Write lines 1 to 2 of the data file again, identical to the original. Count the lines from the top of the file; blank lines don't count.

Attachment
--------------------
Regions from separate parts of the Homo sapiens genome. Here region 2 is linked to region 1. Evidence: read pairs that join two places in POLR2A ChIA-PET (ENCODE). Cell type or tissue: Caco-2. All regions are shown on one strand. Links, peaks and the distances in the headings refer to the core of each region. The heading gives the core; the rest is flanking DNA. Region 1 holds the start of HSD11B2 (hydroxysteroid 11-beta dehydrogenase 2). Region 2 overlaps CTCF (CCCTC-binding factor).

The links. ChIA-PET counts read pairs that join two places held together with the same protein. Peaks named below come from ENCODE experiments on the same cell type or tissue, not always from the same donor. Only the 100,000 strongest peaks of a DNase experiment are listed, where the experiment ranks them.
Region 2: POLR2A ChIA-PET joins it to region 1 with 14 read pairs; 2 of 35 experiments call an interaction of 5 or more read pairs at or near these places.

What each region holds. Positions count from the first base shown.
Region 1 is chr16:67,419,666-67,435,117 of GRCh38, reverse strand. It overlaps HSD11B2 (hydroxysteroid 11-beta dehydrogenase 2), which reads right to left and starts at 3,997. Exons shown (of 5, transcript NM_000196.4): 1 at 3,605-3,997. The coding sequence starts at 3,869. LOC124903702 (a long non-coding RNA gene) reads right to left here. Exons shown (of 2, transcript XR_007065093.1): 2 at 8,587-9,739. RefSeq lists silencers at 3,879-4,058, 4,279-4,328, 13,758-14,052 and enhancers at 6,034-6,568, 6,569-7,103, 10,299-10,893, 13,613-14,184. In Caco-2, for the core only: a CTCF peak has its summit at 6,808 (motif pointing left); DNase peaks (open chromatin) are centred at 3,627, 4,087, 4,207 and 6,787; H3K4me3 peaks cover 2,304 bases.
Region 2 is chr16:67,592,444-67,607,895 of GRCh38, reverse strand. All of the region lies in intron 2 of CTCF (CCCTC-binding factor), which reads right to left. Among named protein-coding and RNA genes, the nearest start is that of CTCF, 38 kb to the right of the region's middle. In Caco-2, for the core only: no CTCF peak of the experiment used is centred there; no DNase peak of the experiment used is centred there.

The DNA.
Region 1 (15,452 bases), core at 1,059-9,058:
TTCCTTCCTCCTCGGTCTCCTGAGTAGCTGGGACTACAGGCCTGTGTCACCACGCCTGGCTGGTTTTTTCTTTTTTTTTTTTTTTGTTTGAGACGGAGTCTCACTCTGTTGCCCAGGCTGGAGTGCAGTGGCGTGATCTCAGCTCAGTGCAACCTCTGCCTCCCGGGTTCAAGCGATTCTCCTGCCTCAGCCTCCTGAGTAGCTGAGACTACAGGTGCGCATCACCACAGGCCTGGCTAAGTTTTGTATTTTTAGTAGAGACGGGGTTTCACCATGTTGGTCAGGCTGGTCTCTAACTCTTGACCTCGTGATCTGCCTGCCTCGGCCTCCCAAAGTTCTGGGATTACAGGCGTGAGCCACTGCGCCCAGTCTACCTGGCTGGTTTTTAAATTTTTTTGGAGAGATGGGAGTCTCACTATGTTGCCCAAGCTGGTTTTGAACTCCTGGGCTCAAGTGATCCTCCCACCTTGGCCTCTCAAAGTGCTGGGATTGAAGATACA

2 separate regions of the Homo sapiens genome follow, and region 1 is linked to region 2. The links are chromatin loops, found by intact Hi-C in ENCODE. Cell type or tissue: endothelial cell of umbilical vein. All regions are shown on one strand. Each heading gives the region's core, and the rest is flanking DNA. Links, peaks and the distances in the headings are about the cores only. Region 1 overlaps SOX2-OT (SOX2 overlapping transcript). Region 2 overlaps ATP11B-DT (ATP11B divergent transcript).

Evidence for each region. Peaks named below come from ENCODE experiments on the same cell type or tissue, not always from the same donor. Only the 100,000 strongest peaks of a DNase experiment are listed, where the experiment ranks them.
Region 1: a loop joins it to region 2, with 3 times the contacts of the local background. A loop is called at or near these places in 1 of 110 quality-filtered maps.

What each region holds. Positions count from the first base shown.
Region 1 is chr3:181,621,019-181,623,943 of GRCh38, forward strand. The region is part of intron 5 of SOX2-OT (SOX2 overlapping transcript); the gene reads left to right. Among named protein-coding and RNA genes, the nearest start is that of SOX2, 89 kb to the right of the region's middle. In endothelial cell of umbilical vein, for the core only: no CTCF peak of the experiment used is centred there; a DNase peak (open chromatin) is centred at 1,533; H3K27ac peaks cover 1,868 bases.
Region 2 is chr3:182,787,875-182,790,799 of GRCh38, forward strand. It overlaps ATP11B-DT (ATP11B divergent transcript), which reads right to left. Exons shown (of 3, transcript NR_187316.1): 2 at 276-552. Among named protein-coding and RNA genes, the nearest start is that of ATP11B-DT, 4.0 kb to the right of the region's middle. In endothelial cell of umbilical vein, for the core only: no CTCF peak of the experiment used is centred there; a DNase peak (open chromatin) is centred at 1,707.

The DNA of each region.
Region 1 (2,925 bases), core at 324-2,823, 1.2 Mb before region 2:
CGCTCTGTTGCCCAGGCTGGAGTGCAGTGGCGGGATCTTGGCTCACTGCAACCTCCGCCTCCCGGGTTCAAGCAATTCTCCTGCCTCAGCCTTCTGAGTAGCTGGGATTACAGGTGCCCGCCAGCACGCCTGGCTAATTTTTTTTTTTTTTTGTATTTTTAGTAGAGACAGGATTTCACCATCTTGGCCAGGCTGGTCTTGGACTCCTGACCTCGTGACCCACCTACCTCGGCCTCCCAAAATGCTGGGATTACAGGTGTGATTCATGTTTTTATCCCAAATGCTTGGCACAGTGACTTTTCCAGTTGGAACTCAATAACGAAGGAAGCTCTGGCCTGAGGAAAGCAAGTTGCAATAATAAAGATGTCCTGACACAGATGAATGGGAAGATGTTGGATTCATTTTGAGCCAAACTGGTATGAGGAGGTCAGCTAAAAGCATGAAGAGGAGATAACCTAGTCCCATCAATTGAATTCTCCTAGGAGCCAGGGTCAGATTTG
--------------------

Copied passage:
Regions from separate parts of the Homo sapiens genome. Here region 2 is linked to region 1. Evidence: read pairs that join two places in POLR2A ChIA-PET (ENCODE). Cell type or tissue: Caco-2. All regions are shown on one strand. Links, peaks and the distances in the headings refer to the core of each region. The heading gives the core; the rest is flanking DNA. Region 1 holds the start of HSD11B2 (hydroxysteroid 11-beta dehydrogenase 2). Region 2 overlaps CTCF (CCCTC-binding factor).

The links. ChIA-PET counts read pairs that join two places held together with the same protein. Peaks named below come from ENCODE experiments on the same cell type or tissue, not always from the same donor. Only the 100,000 strongest peaks of a DNase experiment are listed, where the experiment ranks them.